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Posts Tagged ‘courage’

Last week I wrote about this gem of an article on differences between amateurs and professionals. But I left my favorite item on Bob Lefsetz’s list for today. If I were compiling a list of things about life I wish I’d known as soon as freaking possible, this would go near the top.

Amateurs, he says, believe what people say. Professionals believe what people do.

Which is to say, talking about something is all fine and good, but if subsequent actions don’t line up with the words, it’s generally the actions that point to the deeper truth about what’s going on. This is true not just in professional life, but across the board.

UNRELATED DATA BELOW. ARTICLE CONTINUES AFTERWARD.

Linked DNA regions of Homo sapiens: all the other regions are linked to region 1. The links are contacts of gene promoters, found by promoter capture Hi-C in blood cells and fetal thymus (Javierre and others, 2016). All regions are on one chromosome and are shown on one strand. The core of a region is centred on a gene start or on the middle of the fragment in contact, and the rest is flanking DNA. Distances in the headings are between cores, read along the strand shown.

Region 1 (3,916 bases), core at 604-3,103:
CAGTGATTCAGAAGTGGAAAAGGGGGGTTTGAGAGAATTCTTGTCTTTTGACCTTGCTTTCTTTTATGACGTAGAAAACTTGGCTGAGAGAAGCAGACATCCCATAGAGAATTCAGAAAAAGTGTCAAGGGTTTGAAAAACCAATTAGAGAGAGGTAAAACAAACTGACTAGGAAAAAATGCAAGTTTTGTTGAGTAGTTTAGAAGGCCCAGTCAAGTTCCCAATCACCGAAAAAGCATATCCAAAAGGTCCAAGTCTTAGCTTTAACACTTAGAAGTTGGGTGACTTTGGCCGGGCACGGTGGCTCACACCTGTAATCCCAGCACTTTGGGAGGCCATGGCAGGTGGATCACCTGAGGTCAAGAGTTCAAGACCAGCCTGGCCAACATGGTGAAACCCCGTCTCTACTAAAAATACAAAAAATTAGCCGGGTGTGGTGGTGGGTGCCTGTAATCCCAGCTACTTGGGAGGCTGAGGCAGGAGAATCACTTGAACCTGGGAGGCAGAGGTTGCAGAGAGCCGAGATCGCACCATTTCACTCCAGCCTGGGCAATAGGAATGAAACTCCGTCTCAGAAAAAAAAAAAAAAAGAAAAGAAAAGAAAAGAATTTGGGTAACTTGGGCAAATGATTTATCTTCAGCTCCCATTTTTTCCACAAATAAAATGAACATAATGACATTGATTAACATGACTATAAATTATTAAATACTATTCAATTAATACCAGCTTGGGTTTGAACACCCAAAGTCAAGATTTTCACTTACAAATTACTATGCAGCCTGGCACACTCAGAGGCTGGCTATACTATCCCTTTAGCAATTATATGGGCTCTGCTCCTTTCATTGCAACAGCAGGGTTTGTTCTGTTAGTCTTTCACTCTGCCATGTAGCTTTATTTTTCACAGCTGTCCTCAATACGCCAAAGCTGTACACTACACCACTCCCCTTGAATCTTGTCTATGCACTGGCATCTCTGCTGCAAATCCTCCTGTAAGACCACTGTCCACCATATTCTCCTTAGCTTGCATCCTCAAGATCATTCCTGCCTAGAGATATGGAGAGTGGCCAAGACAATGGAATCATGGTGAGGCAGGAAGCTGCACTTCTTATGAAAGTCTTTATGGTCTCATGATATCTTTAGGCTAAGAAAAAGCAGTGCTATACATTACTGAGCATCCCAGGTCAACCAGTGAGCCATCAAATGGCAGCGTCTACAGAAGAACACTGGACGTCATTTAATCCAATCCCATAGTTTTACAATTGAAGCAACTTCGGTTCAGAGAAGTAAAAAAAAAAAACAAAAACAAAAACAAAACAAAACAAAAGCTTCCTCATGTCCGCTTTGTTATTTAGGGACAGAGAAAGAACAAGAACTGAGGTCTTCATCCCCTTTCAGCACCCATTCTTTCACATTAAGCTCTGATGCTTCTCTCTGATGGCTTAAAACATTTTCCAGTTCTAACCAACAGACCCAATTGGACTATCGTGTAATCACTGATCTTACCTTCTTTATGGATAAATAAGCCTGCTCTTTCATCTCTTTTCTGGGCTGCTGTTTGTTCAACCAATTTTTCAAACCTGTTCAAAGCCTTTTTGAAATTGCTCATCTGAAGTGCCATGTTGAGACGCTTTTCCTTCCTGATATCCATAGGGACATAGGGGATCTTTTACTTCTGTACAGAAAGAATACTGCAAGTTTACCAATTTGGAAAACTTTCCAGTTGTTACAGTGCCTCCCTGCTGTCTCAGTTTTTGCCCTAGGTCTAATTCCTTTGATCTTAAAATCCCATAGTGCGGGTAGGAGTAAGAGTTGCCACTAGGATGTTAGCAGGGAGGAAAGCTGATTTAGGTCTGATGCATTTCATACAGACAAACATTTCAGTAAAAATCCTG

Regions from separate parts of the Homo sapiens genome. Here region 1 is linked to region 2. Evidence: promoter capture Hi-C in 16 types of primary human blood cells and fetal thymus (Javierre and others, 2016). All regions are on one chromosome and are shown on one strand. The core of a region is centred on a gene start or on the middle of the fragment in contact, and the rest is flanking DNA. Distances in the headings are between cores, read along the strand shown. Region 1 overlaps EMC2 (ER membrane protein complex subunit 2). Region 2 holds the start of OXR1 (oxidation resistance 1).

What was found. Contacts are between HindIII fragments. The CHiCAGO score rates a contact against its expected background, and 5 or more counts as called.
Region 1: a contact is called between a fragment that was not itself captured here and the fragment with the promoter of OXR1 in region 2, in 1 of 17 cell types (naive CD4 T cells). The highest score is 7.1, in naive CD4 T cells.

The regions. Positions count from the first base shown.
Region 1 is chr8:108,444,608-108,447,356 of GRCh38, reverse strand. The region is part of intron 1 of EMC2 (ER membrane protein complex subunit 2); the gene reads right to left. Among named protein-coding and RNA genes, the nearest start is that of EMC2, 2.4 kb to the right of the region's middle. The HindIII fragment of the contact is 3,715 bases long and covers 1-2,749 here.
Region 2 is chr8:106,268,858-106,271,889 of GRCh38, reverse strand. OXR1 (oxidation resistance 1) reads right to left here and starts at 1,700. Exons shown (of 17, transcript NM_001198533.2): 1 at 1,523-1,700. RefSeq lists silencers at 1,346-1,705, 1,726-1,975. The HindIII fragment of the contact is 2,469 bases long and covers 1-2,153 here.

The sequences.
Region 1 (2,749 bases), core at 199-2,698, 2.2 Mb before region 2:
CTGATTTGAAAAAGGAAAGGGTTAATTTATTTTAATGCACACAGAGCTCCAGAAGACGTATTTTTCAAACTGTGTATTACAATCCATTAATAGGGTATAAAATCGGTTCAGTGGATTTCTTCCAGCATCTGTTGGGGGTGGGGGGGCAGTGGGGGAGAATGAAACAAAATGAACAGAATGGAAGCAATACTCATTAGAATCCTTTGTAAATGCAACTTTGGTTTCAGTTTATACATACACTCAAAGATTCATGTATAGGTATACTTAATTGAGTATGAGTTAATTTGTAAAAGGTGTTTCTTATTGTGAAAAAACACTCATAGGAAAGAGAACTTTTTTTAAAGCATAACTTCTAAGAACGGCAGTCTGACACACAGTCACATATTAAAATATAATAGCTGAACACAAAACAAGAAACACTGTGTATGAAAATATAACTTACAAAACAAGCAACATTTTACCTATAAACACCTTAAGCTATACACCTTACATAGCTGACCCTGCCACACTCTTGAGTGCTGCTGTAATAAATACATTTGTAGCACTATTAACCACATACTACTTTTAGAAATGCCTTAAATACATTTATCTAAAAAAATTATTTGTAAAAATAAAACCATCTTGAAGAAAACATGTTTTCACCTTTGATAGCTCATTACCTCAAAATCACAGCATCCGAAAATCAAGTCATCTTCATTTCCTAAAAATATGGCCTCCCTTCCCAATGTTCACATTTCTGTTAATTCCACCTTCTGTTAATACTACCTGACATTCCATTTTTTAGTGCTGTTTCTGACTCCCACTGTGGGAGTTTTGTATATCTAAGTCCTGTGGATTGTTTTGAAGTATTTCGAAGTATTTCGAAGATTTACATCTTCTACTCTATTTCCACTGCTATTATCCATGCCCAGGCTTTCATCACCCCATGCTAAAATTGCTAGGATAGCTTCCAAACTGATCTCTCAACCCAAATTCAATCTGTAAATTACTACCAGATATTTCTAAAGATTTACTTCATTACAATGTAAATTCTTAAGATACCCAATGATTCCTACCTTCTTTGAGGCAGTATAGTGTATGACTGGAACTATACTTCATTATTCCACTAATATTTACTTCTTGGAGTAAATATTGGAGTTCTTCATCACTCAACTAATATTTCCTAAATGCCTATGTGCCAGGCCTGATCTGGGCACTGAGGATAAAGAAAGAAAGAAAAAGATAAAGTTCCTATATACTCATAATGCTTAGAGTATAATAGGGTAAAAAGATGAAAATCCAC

I suffer from a vein of serious gullibility, crossed with a strong desire to believe the best of people, so I still need to remind myself of this lesson. Noble intentions are wonderful to possess, but until we follow through on them, they remain intangible. Similarly, words matter, but if they aren’t backed up with fact, action, or experience, they remain hollow. And words can create false expectations about what will happen in the future.

I do think it takes a certain self awareness and ability to adjust to line up words with actions. And words by their nature sometimes lack the required precision. Which is why the actions themselves are so important. They cut through the potential for misunderstanding. They also help us better understand ourselves and what we care about.

I spend a lot of time thinking about my priorities and then developing plans around them because I don’t want to be a person who regularly expresses desires but then does nothing to make any of them happen. And it is so easy to be that person. It’s not as interesting to be that person, but it does, in my experience, take a lot less effort.